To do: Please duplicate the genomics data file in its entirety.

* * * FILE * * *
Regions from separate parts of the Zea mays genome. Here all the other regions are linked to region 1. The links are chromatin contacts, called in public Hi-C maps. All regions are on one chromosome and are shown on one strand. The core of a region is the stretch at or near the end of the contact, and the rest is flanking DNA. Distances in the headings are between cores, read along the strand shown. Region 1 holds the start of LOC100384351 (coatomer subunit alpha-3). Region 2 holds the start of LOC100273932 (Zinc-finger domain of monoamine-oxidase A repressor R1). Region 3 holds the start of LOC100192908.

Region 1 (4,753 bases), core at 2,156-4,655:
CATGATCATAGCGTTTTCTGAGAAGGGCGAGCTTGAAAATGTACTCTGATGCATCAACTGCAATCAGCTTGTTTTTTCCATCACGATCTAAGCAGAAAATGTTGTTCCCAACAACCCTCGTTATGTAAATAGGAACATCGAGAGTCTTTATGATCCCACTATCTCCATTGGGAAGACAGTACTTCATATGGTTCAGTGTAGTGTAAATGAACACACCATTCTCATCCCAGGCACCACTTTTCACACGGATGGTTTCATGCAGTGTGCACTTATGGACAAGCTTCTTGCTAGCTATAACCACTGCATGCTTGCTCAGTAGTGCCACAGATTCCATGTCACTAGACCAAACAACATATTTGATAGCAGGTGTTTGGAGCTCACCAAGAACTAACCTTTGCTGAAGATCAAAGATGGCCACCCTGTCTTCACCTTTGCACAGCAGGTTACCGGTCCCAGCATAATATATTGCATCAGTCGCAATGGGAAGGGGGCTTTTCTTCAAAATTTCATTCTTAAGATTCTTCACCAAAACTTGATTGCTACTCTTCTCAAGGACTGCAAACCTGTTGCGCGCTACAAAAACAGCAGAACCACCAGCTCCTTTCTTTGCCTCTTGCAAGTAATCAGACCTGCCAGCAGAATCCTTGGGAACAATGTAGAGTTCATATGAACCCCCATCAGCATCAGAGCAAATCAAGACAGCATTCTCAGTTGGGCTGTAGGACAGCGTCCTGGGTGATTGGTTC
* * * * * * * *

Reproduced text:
Regions from separate parts of the Zea mays genome. Here all the other regions are linked to region 1. The links are chromatin contacts, called in public Hi-C maps. All regions are on one chromosome and are shown on one strand. The core of a region is the stretch at or near the end of the contact, and the rest is flanking DNA. Distances in the headings are between cores, read along the strand shown. Region 1 holds the start of LOC100384351 (coatomer subunit alpha-3). Region 2 holds the start of LOC100273932 (Zinc-finger domain of monoamine-oxidase A repressor R1). Region 3 holds the start of LOC100192908.

Region 1 (4,753 bases), core at 2,156-4,655:
CATGATCATAGCGTTTTCTGAGAAGGGCGAGCTTGAAAATGTACTCTGATGCATCAACTGCAATCAGCTTGTTTTTTCCATCACGATCTAAGCAGAAAATGTTGTTCCCAACAACCCTCGTTATGTAAATAGGAACATCGAGAGTCTTTATGATCCCACTATCTCCATTGGGAAGACAGTACTTCATATGGTTCAGTGTAGTGTAAATGAACACACCATTCTCATCCCAGGCACCACTTTTCACACGGATGGTTTCATGCAGTGTGCACTTATGGACAAGCTTCTTGCTAGCTATAACCACTGCATGCTTGCTCAGTAGTGCCACAGATTCCATGTCACTAGACCAAACAACATATTTGATAGCAGGTGTTTGGAGCTCACCAAGAACTAACCTTTGCTGAAGATCAAAGATGGCCACCCTGTCTTCACCTTTGCACAGCAGGTTACCGGTCCCAGCATAATATATTGCATCAGTCGCAATGGGAAGGGGGCTTTTCTTCAAAATTTCATTCTTAAGATTCTTCACCAAAACTTGATTGCTACTCTTCTCAAGGACTGCAAACCTGTTGCGCGCTACAAAAACAGCAGAACCACCAGCTCCTTTCTTTGCCTCTTGCAAGTAATCAGACCTGCCAGCAGAATCCTTGGGAACAATGTAGAGTTCATATGAACCCCCATCAGCATCAGAGCAAATCAAGACAGCATTCTCAGTTGGGCTGTAGGACAGCGTCCTGGGTGATTGGTTC